By Jamie Chisholm
U.K. gilt yields fell back from their highest in 14 years after the Bank of England said it would buy bonds at “whatever scale is necessary” to restore orderly market conditions.
The 10-year benchmark gilt yield /zigman2/quotes/211347177/realtime BX:TMBMKGB-10Y +0.23% , which moves in the opposite direction to prices, fell 49 basis points to 4.03%, having at one point dropped below 4%.
Earlier on Wednesday the yield had risen to 4.6%, up more than 120 basis points in just four trading days as investors dumped government bonds in response to what they deemed a dangerously profligate budget by new Chancellor Kwasi Kwarteng.
Kwarteng’s proposal for £45 billion of debt-funded tax cuts at a time when inflation was running at a near 40-year high of 9.9% was lambasted by the International Monetary Fund.
After additional selling on Wednesday, which took the 30-year gilt yield /zigman2/quotes/211347182/realtime BX:TMBMKGB-30Y +0.86% above 5% for the first time in decades, the Bank of England stepped in to calm the markets. The 30-year yield skidded 108 basis points to 3.91%, taking it below the level before Kwarteng announced the tax cuts.
“The Bank is monitoring developments in financial markets very closely in light of the significant repricing of U.K. and global financial assets,” said the BoE in a statement.
“This repricing has become more significant in the past day – and it is particularly affecting long-dated UK government debt….In line with its financial stability objective, the Bank of England stands ready to restore market functioning and reduce any risks from contagion to credit conditions for UK households and businesses,” it added.
Reports emerged on Wednesday that recent sharp declines in gilts and the pound had left some U.K. pension funds facing margin calls of as much as £100 million ($107 million) each. Also, a number of U.K. banks had suspended mortgage offers after the bond market volatility left them struggling to price home loans.
The BoE said it would buy long-dated U.K. government bonds to restore order and “the purchases will be carried out on whatever scale is necessary to effect this outcome.” It was suspending its planned gilt sales under its quantitative tightening program.
“The decision to intervene in the gilt market reveals that the BoE does not intend to increase Bank Rate all the way to the 6% level currently priced-in by markets,” said Samuel Tombs, chief U.K. economist at Pantheon Macroeconomics.
“Short rates at that level would imply that many households and businesses simply would not be able to keep up their monthly loan repayments, and pension funds could not meet their obligations, threatening financial stability,” he added.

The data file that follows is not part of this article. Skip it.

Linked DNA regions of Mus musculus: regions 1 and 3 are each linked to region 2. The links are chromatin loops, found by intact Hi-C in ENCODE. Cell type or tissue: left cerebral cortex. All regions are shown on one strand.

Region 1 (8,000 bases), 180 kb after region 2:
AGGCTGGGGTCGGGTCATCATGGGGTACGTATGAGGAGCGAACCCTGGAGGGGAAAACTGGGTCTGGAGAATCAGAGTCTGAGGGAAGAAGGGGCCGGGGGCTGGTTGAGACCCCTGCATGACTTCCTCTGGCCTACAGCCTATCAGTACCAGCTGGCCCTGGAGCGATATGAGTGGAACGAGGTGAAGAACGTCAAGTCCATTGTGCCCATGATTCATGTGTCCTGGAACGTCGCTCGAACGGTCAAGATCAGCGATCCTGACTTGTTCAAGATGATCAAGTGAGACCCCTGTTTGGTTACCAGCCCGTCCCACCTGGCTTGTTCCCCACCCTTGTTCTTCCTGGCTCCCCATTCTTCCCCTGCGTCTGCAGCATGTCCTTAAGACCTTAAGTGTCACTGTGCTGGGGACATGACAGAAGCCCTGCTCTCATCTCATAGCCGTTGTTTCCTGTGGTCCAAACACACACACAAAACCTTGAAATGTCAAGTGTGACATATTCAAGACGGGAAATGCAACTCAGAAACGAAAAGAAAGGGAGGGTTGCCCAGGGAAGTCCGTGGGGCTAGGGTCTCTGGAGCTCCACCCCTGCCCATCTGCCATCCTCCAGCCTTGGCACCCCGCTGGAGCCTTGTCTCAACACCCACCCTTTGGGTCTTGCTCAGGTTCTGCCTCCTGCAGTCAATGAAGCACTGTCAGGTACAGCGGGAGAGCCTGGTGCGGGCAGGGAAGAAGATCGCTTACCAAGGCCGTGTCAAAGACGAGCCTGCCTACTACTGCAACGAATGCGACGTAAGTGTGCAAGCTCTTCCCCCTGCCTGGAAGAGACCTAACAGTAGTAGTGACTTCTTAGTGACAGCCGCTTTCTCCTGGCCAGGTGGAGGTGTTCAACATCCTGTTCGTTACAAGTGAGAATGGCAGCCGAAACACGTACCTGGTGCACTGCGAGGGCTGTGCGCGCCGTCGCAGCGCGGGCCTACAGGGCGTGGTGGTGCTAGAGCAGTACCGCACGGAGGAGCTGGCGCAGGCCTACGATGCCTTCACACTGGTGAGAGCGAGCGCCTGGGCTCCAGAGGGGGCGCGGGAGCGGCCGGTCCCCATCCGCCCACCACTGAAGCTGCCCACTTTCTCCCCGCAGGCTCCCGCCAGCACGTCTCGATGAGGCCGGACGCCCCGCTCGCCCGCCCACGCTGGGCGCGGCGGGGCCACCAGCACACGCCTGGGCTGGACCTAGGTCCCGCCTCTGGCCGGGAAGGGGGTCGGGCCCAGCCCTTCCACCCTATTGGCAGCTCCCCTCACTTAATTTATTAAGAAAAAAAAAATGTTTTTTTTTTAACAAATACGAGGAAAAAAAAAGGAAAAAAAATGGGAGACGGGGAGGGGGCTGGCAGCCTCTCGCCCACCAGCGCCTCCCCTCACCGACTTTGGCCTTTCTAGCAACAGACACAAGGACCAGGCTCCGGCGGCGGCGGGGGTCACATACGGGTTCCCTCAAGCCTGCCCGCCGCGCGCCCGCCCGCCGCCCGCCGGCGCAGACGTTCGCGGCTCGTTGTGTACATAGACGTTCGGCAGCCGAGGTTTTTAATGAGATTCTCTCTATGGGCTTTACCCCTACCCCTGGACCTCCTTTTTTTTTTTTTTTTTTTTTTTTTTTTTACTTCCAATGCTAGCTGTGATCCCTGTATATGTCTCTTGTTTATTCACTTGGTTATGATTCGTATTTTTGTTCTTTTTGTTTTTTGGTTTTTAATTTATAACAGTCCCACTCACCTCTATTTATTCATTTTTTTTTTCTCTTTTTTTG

The yield on the 2-year Treasury /zigman2/quotes/211347169/realtime BX:TMBMKGB-02Y -0.27% tumbled 34 basis points to 4.27%, even though the central bank isn’t buying short-dated securities.
The Treasury said it “fully indemnified” the BoE’s move and stressed that though the Chancellor of the Exchequer “is committed to the Bank of England’s independence…The Government will continue to work closely with the Bank in support of its financial stability and inflation objectives.”
‘Remarkable, necessary and deeply worrying’
Krishna Guha, strategist at Evercore ISI said the BoE’s decision to postpone QT before it started and launch a fresh QE program “is remarkable, necessary and deeply worrying.”
“Remarkable because it lays bare the seriousness of the financial stability risks emerging with the uncontrolled bond market backlash against reckless UK fiscal plans. Necessary because it is the responsibility of the central bank to ensure market functioning in the core systemically important government debt market, and is proving to be effective in early trading,” he said.
“Deeply worrying because it leaves prior QT plans in disarray, has an uncertain exit, and will raise further concerns about the independence of the central bank in the exercise of its monetary responsibilities,” Guha added.
The pound /zigman2/quotes/210561263/realtime/sampled GBPUSD +0.0418% initially bounced but was trading lower at $1.0683 “We expect sterling to take the brunt of any further deterioration in overseas’ investors willingness to lend to the U.K.; the MPC reluctantly will let it slide,” said Pantheon’s Tombs.
The FTSE 100 /zigman2/quotes/210598409/delayed UK:UKX -0.17% rallied on the news but remained 0.6% down on the day. Insurers including Aviva /zigman2/quotes/210517151/delayed UK:AV -1.62% and Legal & General /zigman2/quotes/201125471/delayed UK:LGEN -1.61% saw heavy losses.
U.S. stocks opened higher, with the S&P 500 /zigman2/quotes/210599714/realtime SPX -1.54% up 0.3% in early trade.
— Steve Goldstein contributed to this report